The “war criminal” standard that so many apply tenaciously to Dr. Rice will hopefully be applied with equal scrutiny to the current administration.

  6. Submitted by Paul Udstrand on 04/18/2014 - 11:13 am.


    If you want to read a truly compelling and enlightening civil rights story I suggest: “Best of Enemies” by Osha Gray Davidson. It’s a true story about a black woman and Klansman struggling with segregation and desegregation over the course of 20 years who became friends in the process. It’s one of the most enlightening 300 pages I’ve ever read.

    Rice’s story about how she ended up committing war crimes may be compelling but your not going to get an honest account from her in any event, and it has little to with promoting civil rights. Tyrants always justify their tyranny.

  7. Submitted by Neal Rovick on 04/18/2014 - 11:16 am.

    So how did that “limited government” and “federalism” work out in Alabama for her family in the pre-Civil Rights Act era?

    And how does that square with her comments?


    “Let me ask you, though, today, when I can look at your zip code and can tell whether you are going to get a good education -– can I really say that it doesn’t matter where you came from, it matters where you are going?

    (end quote)

    Damaged goods.

  8. Submitted by rolf westgard on 04/18/2014 - 11:51 am.

    The wrong failing

    I suggest we are making too much of the torture issue. IMO the major blunder of the Bush admin was invading Iraq, and Rice played a role in that fiasco with her ‘mushroom cloud’ and statements about imminent nuclear weapons.
    Like the rest of the technically ignorant Bushies, she thought having yellowcake meant that you could produce a deliverable nuclear weapons. It is OK not to know; not so OK not to ask; and worse to take major policy actions on ignorance.

    • Submitted by Neal Rovick on 04/18/2014 - 12:20 pm.

      Making the world safe for torture….

      The Bush administration gave a big “get out of jail free” to every government around the world that has a “crisis” that requires “extraordinary methods” to deal with those “threats”.

      911 was an evil act, but in the scale of the US population and economy it was a bee sting.

      The changes wrought in this country are far more significant in scale and were long-term damaging to laws, reputation, prestige and power of the US.

      And the legalizing of torture is a big part of that.

      • Submitted by Lance Groth on 04/18/2014 - 01:12 pm.

        Well said

        Either principles mean something or they don’t. Ditto with laws and treaties. If society holds that torture is out of bounds – and it ought to, for reasons of enlightened self interest if not morality – then you can’t allow a little of it and still hold to the principle. You can’t have a little bit of honor, any more than a woman can be a little bit pregnant. You either are or you aren’t. You have honor or you don’t.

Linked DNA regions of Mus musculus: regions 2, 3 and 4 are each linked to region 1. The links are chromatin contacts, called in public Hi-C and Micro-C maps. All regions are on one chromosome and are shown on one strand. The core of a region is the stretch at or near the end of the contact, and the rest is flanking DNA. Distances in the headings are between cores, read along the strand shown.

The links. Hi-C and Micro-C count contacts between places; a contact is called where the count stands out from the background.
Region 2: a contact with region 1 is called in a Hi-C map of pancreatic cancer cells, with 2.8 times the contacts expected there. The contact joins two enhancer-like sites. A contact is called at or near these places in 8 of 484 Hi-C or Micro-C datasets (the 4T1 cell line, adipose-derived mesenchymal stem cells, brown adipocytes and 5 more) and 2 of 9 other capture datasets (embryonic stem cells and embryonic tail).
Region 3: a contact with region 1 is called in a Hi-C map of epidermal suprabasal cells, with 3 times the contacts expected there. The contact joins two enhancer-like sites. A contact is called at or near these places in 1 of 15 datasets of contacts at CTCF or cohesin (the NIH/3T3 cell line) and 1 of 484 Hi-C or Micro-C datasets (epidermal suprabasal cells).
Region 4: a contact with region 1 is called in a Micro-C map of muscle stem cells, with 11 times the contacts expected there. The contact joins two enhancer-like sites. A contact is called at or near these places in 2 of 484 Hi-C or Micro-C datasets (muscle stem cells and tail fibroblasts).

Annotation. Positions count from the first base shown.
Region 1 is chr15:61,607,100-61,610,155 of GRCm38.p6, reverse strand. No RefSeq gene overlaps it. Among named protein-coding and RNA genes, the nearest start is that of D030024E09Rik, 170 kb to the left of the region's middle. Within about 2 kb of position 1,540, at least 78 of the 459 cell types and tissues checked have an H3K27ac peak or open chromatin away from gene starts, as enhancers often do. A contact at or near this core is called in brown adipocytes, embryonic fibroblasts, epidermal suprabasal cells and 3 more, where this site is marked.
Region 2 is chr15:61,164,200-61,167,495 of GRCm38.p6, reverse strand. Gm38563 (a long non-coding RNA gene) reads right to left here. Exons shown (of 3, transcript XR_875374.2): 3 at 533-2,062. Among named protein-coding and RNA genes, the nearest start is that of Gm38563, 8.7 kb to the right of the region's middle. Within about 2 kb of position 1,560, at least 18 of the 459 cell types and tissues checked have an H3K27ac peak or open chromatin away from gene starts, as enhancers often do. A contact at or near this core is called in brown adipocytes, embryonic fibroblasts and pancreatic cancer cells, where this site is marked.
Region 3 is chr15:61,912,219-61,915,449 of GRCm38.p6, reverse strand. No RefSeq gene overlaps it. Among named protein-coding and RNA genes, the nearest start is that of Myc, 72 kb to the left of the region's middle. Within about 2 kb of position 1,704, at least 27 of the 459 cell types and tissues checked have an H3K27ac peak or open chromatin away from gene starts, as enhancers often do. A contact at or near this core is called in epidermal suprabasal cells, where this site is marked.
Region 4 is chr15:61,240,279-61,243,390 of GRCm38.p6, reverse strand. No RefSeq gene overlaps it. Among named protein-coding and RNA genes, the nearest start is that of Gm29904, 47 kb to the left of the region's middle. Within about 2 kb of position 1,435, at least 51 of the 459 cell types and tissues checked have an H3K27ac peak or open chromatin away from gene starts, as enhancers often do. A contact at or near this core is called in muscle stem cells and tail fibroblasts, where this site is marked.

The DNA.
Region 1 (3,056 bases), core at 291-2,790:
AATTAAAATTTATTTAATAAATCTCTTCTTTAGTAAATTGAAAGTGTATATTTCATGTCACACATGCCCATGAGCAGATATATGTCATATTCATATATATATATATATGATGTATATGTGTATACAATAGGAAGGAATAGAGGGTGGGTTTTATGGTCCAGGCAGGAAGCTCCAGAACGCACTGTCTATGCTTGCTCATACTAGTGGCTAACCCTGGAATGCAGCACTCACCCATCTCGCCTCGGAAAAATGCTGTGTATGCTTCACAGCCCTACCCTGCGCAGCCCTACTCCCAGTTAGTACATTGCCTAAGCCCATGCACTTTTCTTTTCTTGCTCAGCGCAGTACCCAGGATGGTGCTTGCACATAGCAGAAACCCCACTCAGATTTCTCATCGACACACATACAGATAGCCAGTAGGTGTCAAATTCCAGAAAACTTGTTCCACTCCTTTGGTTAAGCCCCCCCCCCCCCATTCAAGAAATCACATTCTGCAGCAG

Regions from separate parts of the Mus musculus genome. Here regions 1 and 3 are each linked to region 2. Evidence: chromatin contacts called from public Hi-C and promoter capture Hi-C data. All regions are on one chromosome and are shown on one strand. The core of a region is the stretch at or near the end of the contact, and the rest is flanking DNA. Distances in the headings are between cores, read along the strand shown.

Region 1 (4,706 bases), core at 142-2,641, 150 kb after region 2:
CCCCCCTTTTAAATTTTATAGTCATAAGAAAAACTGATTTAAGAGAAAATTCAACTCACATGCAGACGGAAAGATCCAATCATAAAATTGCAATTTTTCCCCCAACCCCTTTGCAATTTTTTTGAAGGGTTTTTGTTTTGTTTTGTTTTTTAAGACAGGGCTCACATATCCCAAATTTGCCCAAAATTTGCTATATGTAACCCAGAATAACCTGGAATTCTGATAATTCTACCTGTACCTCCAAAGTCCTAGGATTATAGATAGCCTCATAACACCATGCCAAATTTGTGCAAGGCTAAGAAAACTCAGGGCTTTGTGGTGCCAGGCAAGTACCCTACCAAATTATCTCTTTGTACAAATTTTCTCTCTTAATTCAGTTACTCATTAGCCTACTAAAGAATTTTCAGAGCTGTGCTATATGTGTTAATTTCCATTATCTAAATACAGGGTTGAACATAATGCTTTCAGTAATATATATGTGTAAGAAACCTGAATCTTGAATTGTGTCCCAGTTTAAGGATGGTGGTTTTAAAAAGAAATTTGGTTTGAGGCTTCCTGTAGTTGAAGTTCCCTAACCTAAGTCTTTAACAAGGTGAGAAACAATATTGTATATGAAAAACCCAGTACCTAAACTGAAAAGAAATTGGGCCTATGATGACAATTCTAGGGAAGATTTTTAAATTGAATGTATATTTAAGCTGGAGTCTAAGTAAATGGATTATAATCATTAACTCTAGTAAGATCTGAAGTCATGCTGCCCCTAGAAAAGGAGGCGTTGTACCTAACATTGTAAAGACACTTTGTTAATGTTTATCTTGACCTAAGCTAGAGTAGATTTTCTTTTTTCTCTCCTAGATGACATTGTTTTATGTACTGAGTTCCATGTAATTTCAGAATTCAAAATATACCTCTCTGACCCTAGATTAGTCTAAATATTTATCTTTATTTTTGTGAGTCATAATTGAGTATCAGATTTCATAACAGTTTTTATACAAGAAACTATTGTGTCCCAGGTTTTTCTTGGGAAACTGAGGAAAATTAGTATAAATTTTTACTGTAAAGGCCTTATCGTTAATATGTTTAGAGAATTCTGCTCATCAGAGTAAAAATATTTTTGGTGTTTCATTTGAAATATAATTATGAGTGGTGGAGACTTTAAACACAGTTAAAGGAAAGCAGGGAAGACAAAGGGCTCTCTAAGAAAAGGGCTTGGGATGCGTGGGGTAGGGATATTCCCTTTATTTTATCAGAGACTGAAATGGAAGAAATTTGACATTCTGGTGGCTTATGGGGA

Embracing torture as part of the intelligence gathering toolkit is a black stain on the honor of the United States.

        Stupid, too, as it is not a reliable source of information gathering. Not to mention that it undercuts any basis we have to complain when Americans are tortured by foreign forces. Panic is a feeble excuse.

    • Submitted by James Hamilton on 04/18/2014 - 01:03 pm.

      Time will tell

      whether Iraq was a “blunder” or a calculated effort on the part of some to mislead the American public.

      If the former, then it was not only a blunder on the part of the Bush administration but on the part of the two-thirds of Americans who supported the decision to conduct a terror campaign of bombing the Iraqi people into submission and then invading the ruins. The threshold question under international law was whether at the time we began our attack, Iraq posed an imminent threat of harm to the U.S. Even if Iraq had possessed each of the weapons claimed, there was no evidence that the existence of such weapons posed any immediate threat to us.

      If the latter, then those culpable should be brought to trial.

      The use of torture, defined in the Geneva Convention as “any act by which severe pain or suffering, whether physical or mental, is intentionally inflicted on a person for such purposes as obtaining from him or a third person information or a confession”, is a separate issue and one not confined to Iraq.

      At a minimum, we violated the spirit of international law both in invading Iraq and in torturing captives, whether one wants to call them “enemy combatants”, soliders or civilians. In doing so, we exhausted whatever moral capital we’d accumulated over the last one hundred years. It was this I would have liked Rice to address, along with her thoughts on how it can be regained.

      • Submitted by Paul Udstrand on 04/18/2014 - 01:39 pm.

        Time has told